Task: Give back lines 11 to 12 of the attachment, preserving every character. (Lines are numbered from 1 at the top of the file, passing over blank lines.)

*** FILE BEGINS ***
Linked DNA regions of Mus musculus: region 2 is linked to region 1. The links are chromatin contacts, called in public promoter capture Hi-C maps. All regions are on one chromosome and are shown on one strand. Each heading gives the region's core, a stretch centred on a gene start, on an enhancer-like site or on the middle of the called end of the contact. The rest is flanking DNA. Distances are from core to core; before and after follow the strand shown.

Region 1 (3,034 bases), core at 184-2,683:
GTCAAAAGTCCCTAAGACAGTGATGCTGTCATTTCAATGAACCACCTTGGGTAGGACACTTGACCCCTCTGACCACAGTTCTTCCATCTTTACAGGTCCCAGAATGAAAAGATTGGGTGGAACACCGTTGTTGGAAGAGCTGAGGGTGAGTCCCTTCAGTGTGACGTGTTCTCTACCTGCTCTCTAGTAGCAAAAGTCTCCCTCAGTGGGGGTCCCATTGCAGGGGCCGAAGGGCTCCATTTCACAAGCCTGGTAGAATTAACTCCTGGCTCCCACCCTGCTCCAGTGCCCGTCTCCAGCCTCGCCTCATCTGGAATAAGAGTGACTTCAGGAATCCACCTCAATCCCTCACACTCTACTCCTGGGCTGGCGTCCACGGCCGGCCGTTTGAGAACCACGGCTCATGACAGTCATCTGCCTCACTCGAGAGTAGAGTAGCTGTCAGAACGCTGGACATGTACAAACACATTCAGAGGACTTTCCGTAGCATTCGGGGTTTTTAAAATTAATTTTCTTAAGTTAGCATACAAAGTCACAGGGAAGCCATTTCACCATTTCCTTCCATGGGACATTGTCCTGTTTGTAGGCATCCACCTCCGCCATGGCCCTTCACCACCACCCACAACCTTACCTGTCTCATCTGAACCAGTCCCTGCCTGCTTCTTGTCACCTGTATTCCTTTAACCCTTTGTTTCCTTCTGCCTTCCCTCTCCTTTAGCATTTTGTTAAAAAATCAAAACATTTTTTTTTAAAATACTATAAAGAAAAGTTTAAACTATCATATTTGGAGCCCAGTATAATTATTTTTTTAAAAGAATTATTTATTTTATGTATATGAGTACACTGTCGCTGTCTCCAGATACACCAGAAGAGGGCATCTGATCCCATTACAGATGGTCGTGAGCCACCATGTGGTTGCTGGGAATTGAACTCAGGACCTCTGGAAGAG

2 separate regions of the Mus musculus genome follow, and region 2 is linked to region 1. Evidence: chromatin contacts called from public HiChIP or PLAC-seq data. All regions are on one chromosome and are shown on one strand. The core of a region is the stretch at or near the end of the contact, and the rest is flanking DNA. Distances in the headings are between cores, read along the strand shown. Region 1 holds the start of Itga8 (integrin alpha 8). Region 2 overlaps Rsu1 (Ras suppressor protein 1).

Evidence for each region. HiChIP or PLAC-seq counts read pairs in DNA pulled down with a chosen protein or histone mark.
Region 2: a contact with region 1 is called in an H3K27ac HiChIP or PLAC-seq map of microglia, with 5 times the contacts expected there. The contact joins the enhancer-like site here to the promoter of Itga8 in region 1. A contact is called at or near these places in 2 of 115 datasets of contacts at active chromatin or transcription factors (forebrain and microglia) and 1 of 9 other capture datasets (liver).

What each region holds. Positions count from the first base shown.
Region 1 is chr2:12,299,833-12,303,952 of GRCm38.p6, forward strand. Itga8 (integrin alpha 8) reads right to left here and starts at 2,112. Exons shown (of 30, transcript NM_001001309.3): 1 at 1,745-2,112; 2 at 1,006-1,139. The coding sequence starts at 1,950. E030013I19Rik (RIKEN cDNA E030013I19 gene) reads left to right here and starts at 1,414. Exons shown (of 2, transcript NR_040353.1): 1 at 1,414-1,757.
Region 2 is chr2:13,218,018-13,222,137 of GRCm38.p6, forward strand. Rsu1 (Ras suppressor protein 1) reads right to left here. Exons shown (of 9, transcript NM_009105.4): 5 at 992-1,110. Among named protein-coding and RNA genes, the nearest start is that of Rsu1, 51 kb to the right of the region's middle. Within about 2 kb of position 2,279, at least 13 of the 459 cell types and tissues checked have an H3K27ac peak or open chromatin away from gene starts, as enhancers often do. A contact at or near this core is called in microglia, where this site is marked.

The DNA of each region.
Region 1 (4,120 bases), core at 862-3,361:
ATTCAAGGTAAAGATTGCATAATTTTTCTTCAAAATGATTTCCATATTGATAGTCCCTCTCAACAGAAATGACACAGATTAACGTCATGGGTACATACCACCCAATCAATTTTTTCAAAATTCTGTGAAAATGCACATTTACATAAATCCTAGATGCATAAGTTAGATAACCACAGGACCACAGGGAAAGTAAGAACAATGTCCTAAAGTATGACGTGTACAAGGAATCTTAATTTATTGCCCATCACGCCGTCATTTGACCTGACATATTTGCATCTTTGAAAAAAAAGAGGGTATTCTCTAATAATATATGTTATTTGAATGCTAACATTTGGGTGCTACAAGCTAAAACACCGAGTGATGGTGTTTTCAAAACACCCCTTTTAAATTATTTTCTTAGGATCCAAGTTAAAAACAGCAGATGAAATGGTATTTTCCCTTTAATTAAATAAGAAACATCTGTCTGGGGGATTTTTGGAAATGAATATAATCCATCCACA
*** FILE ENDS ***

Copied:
Region 1 (4,120 bases), core at 862-3,361:
ATTCAAGGTAAAGATTGCATAATTTTTCTTCAAAATGATTTCCATATTGATAGTCCCTCTCAACAGAAATGACACAGATTAACGTCATGGGTACATACCACCCAATCAATTTTTTCAAAATTCTGTGAAAATGCACATTTACATAAATCCTAGATGCATAAGTTAGATAACCACAGGACCACAGGGAAAGTAAGAACAATGTCCTAAAGTATGACGTGTACAAGGAATCTTAATTTATTGCCCATCACGCCGTCATTTGACCTGACATATTTGCATCTTTGAAAAAAAAGAGGGTATTCTCTAATAATATATGTTATTTGAATGCTAACATTTGGGTGCTACAAGCTAAAACACCGAGTGATGGTGTTTTCAAAACACCCCTTTTAAATTATTTTCTTAGGATCCAAGTTAAAAACAGCAGATGAAATGGTATTTTCCCTTTAATTAAATAAGAAACATCTGTCTGGGGGATTTTTGGAAATGAATATAATCCATCCACA